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Margery’s feeling the love at Evelyn Page

Written by Maryvonne Gray
on August 09, 2019

It took a few years for Margery Johnstone to persuade her husband Stuart that moving into Evelyn Page Retirement Village was the right choice for them.

“I had a dear friend up here and I used to come and visit her,” says Margery. “And I said to him if we ever retire I’d love to go up to Evelyn Page to the atrium area.”

Stuart agreed that the village was beautifully appointed and was perfectly located just a short 10-minute walk from their home of 18 years in Edward Avenue, but he wasn’t fully convinced.

Declining health and no longer being able to tend to his garden or drive to golf prompted Stuart to rethink and, with the full support of their family, the couple moved into a beautiful serviced apartment in August 2017.

“After a couple of months here he just loved it,” she says.

They got their wish for an apartment off the atrium with its view over the village petanque and bowling green - an ideal spot for watching what’s going on.

“The great grandkids love coming in and having a go at petanque,” says Margery.

Great memories were made at the annual children’s party the summer after they moved in.

Their daughter Yvonne and granddaughter Julia decided they were going to try out the dunking machine, made by one of the residents, and to their delight Margery decided to join them for a soaking too.

“My husband was sitting in here watching us. He thought we were crazy!” she laughs.IMG_7696 enhanced (Large).jpg

Just over a year after they moved in, in September last year, Stuart sadly passed away from a heart attack and that was when Margery really felt the benefit of being in the village.

“The staff were so kind up here, I couldn’t believe it. Even the head gardener came up and gave me a hug saying he was sorry to hear the news.

“The nurses couldn’t do enough for me, they were just so caring, I have not one bad word to say.”

Margery, who is soon turning 92, says her faith and ability to stay involved and active also helped her get through the tough days that followed.

As she is still driving, it gives her the chance to help her good friend in the village, who is also called Margery!

“Because I can drive I can take her out for morning tea occasionally. I absolutely love doing that which is why I wanted to keep my licence,” she says.

The friends originally met at the Orewa Baptist Church, which Margery still attends, and it was her involvement with church that enabled her to fulfil her longheld dream of helping and caring for people.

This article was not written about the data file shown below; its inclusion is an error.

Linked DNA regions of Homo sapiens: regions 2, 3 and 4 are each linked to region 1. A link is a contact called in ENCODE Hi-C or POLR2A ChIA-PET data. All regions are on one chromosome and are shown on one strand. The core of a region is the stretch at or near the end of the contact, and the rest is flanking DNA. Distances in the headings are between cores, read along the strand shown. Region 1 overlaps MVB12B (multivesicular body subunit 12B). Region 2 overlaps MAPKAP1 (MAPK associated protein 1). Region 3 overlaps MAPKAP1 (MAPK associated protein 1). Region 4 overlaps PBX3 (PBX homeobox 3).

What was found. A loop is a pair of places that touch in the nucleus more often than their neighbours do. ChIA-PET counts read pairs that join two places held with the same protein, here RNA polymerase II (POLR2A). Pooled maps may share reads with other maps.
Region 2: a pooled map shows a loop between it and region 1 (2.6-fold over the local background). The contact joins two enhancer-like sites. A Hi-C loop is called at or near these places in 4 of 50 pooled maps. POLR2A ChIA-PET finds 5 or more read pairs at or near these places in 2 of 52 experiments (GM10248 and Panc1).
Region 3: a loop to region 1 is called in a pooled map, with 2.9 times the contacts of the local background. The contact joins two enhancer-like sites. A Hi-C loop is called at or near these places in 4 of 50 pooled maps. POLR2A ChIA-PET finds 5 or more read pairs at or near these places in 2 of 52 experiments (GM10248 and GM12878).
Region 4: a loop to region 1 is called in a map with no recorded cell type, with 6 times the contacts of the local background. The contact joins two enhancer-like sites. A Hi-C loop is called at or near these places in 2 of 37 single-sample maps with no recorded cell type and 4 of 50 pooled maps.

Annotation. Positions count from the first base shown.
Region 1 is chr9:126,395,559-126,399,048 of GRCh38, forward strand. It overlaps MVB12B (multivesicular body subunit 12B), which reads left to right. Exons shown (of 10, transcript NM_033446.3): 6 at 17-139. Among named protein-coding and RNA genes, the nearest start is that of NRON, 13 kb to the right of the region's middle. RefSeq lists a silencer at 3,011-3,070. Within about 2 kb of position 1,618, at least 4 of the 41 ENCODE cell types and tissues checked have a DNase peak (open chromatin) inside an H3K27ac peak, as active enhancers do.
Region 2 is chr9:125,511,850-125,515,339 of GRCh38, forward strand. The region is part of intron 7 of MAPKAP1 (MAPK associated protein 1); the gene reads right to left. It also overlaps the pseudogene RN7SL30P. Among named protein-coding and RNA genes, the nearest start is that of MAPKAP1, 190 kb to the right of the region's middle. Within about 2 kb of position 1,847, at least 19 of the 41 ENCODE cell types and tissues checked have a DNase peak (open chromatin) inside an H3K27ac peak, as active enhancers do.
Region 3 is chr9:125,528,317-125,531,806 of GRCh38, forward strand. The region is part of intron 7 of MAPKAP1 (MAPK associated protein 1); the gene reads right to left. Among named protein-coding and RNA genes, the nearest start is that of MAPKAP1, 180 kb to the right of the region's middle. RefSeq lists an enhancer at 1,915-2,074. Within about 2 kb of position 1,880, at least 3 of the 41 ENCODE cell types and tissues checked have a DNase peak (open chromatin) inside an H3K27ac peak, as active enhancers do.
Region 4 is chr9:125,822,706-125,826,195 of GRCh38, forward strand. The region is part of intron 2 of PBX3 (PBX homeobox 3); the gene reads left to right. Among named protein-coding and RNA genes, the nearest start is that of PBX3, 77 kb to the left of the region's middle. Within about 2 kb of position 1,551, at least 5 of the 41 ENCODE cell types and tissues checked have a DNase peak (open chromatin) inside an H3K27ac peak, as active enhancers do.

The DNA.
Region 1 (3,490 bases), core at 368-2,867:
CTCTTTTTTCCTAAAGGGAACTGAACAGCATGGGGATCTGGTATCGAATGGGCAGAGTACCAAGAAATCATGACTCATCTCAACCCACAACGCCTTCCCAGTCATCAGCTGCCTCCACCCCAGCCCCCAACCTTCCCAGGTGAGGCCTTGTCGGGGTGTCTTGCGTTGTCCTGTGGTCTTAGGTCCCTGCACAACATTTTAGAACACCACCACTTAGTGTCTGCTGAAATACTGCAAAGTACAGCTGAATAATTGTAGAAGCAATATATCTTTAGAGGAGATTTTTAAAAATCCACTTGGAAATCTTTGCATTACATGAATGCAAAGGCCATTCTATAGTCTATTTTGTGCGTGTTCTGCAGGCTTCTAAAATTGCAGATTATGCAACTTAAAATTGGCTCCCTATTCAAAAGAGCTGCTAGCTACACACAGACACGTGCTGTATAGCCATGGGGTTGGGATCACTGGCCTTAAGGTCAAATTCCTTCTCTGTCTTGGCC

As a girl, Margery had been inspired to become a nurse after watching a film about the leprosy mission in Fiji.

However, the family couldn’t afford for her to do the training and Margery was needed on the farm in Runciman near Pukekohe to help milk the cows.

“When our children were teenagers, because I wasn’t able to go nursing, I started a Loving and Caring group at Mangere Methodist Church.

“We helped care for patients from Middlemore and Greenlane Hospitals until they could return to their homes, so the house was always full.”

The couple then got the chance to go to Fiji with their church group and Margery immediately decided to visit the Twomey Leprosy Hospital.

“The matron showed me through the whole hospital and I asked her in what way could I help? She said the young man we had seen who had toes and hands missing would love a white shirt to go home with because he would be clean then, and the children would love some toys.”

Back home in New Zealand, Margery rallied her friends to scour the op shops for white shirts, toys and a sewing machine and shipped them over.

“I’ve still got the letter from the matron who wrote and thanked us all,” says Margery with a smile. “I had my heart’s desire come true after all those years. That gave me a lovely feeling.”

The couple left Mangere and moved to Orewa 30 years ago.

“I had always wanted to join a floral art club and there was nothing in Mangere so we came up here, because I’ve always loved the beach.

IMG_7704 (Large).JPG 

Margery with some of her floral arrangements

Margery’s passion for floral art remains, and these days she loves to share her arrangements with her fellow residents in the village, some of which are on display in and around her apartment.

“I love working with flowers so I have made some arrangements that I have given to people here that are living with dementia and I’ve helped them to make some too.

“I didn’t want to come here and do nothing,” she adds. And that’s something that can bring happiness to other people as well as me.”

About Ryman Healthcare:

Ryman was founded in 1984 and has become one of New Zealand’s largest listed companies. The company owns and operates 45 retirement villages in New Zealand and Australia which are home to more than 13,900 residents and the company employs 6,800 team members.

Media advisory: For further information, photos, interviews or comment please contact Group Corporate Affairs Manager Silke Marsh on +64 27 294 3609 or Communications Advisor Maryvonne Gray on 027 552 0767.

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